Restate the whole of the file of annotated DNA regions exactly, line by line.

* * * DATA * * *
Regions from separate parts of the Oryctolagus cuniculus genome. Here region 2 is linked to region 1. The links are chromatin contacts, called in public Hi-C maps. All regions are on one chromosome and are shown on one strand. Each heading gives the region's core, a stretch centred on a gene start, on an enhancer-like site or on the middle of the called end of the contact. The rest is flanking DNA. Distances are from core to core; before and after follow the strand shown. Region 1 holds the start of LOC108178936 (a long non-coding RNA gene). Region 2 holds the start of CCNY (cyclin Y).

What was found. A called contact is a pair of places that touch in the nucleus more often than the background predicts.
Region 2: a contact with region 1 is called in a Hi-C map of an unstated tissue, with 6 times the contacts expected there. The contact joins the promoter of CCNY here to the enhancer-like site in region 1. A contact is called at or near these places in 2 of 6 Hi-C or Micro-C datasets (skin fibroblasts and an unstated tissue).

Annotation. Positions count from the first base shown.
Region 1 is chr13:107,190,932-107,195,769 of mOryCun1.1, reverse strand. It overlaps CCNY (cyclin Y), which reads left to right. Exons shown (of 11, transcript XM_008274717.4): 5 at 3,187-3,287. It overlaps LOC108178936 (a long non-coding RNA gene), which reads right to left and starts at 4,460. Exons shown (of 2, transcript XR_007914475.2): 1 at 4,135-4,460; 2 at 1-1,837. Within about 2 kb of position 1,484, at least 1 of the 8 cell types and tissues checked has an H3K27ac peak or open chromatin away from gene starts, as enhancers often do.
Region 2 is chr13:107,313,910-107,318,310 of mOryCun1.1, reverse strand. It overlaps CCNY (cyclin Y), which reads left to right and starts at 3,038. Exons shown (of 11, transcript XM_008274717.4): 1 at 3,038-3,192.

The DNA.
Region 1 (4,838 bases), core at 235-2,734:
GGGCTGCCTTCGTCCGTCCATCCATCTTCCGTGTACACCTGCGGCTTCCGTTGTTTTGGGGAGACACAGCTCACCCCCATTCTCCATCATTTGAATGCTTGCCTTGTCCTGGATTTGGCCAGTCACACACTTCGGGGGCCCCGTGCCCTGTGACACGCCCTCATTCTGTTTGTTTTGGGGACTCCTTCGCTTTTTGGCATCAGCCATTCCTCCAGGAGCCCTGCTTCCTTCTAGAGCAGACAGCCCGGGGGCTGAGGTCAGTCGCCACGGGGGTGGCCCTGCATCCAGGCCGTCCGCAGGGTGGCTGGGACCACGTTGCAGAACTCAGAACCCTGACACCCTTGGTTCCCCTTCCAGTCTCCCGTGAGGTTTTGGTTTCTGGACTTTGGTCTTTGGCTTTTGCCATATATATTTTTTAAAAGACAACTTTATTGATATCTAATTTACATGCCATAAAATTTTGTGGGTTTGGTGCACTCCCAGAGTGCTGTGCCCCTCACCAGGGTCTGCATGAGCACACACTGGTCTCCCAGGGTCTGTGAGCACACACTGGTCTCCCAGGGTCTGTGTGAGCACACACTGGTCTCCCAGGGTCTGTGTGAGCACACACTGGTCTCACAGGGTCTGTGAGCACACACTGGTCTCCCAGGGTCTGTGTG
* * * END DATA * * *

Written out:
Regions from separate parts of the Oryctolagus cuniculus genome. Here region 2 is linked to region 1. The links are chromatin contacts, called in public Hi-C maps. All regions are on one chromosome and are shown on one strand. Each heading gives the region's core, a stretch centred on a gene start, on an enhancer-like site or on the middle of the called end of the contact. The rest is flanking DNA. Distances are from core to core; before and after follow the strand shown. Region 1 holds the start of LOC108178936 (a long non-coding RNA gene). Region 2 holds the start of CCNY (cyclin Y).

What was found. A called contact is a pair of places that touch in the nucleus more often than the background predicts.
Region 2: a contact with region 1 is called in a Hi-C map of an unstated tissue, with 6 times the contacts expected there. The contact joins the promoter of CCNY here to the enhancer-like site in region 1. A contact is called at or near these places in 2 of 6 Hi-C or Micro-C datasets (skin fibroblasts and an unstated tissue).

Annotation. Positions count from the first base shown.
Region 1 is chr13:107,190,932-107,195,769 of mOryCun1.1, reverse strand. It overlaps CCNY (cyclin Y), which reads left to right. Exons shown (of 11, transcript XM_008274717.4): 5 at 3,187-3,287. It overlaps LOC108178936 (a long non-coding RNA gene), which reads right to left and starts at 4,460. Exons shown (of 2, transcript XR_007914475.2): 1 at 4,135-4,460; 2 at 1-1,837. Within about 2 kb of position 1,484, at least 1 of the 8 cell types and tissues checked has an H3K27ac peak or open chromatin away from gene starts, as enhancers often do.
Region 2 is chr13:107,313,910-107,318,310 of mOryCun1.1, reverse strand. It overlaps CCNY (cyclin Y), which reads left to right and starts at 3,038. Exons shown (of 11, transcript XM_008274717.4): 1 at 3,038-3,192.

The DNA.
Region 1 (4,838 bases), core at 235-2,734:
GGGCTGCCTTCGTCCGTCCATCCATCTTCCGTGTACACCTGCGGCTTCCGTTGTTTTGGGGAGACACAGCTCACCCCCATTCTCCATCATTTGAATGCTTGCCTTGTCCTGGATTTGGCCAGTCACACACTTCGGGGGCCCCGTGCCCTGTGACACGCCCTCATTCTGTTTGTTTTGGGGACTCCTTCGCTTTTTGGCATCAGCCATTCCTCCAGGAGCCCTGCTTCCTTCTAGAGCAGACAGCCCGGGGGCTGAGGTCAGTCGCCACGGGGGTGGCCCTGCATCCAGGCCGTCCGCAGGGTGGCTGGGACCACGTTGCAGAACTCAGAACCCTGACACCCTTGGTTCCCCTTCCAGTCTCCCGTGAGGTTTTGGTTTCTGGACTTTGGTCTTTGGCTTTTGCCATATATATTTTTTAAAAGACAACTTTATTGATATCTAATTTACATGCCATAAAATTTTGTGGGTTTGGTGCACTCCCAGAGTGCTGTGCCCCTCACCAGGGTCTGCATGAGCACACACTGGTCTCCCAGGGTCTGTGAGCACACACTGGTCTCCCAGGGTCTGTGTGAGCACACACTGGTCTCCCAGGGTCTGTGTGAGCACACACTGGTCTCACAGGGTCTGTGAGCACACACTGGTCTCCCAGGGTCTGTGTG